FIG. 12 gives a basic diagram very similar to that given hereinbefore, the difference essentially relating to the use of the electron avalanche detection system. In FIG. 12 identical references designate the same components as in FIG. 11. The detection system essentially has a needle 98 raised to a high positive voltage by a high voltage supply system 100. The value of the high voltage is chosen so as to be just below the initiating voltage of the discharge by "corona effect", as in a Geiger counter. When a negative particle comes into the vicinity of the electrode, in a region where the electric field is very intense, an electron is detached from the particle and immediately causes an electronic avalanche, which induces a current pulse which can easily be detected by a collector 102 connected to a pulse counter 104.
One of the advantages of the latter apparatus type is that it lends itself to extensive miniaturization, the size of a sensor of the type described can be as small as a few centimetres in diameter.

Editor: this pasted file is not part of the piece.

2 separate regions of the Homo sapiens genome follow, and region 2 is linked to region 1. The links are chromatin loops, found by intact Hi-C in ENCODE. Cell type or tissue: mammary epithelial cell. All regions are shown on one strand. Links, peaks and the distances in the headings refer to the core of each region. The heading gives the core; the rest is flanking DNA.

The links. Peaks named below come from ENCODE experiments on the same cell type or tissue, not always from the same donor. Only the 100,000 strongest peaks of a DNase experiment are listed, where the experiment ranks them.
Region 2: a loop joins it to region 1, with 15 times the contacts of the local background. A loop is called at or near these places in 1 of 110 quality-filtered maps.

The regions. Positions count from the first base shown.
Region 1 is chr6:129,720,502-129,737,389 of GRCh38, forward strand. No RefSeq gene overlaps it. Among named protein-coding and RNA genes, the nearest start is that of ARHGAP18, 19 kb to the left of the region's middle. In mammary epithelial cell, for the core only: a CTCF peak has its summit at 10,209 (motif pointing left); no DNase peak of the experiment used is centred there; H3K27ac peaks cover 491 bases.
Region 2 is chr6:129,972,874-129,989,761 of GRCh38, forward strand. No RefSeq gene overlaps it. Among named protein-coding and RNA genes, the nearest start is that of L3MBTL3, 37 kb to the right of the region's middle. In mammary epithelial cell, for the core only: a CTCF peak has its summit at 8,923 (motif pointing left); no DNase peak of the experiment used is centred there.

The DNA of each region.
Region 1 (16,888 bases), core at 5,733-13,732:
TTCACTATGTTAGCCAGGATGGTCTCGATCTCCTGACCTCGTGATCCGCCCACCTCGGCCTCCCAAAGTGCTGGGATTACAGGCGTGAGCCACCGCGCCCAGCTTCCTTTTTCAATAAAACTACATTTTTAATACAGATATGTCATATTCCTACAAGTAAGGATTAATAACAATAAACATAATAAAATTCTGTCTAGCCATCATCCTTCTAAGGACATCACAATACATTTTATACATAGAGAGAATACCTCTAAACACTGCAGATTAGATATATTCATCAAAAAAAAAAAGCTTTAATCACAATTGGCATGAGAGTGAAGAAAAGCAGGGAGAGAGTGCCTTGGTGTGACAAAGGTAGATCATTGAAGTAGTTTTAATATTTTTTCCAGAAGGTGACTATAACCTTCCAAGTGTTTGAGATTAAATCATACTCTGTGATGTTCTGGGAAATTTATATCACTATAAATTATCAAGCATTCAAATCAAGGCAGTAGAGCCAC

The embodiments given in conjunction with FIGS. 10 to 12 can also be used with a spectrometer, whose annular opening 28 is reduced to a central orifice, as described hereinbefore in conjunction with FIG. 9.
For all the apparatuses described hereinbefore (FIGS. 10 to 12), one method for determining the grain size distribution of submicron aerosols consists of establishing the mobility spectrum of the particles by performing a rapid mobility scan of the particles with the aid of the means provided for this purpose, e.g. a scan of the field E=f(t). Then, on the basis of the knowledge of the following data:
charge law of the initial particles as a function of their size,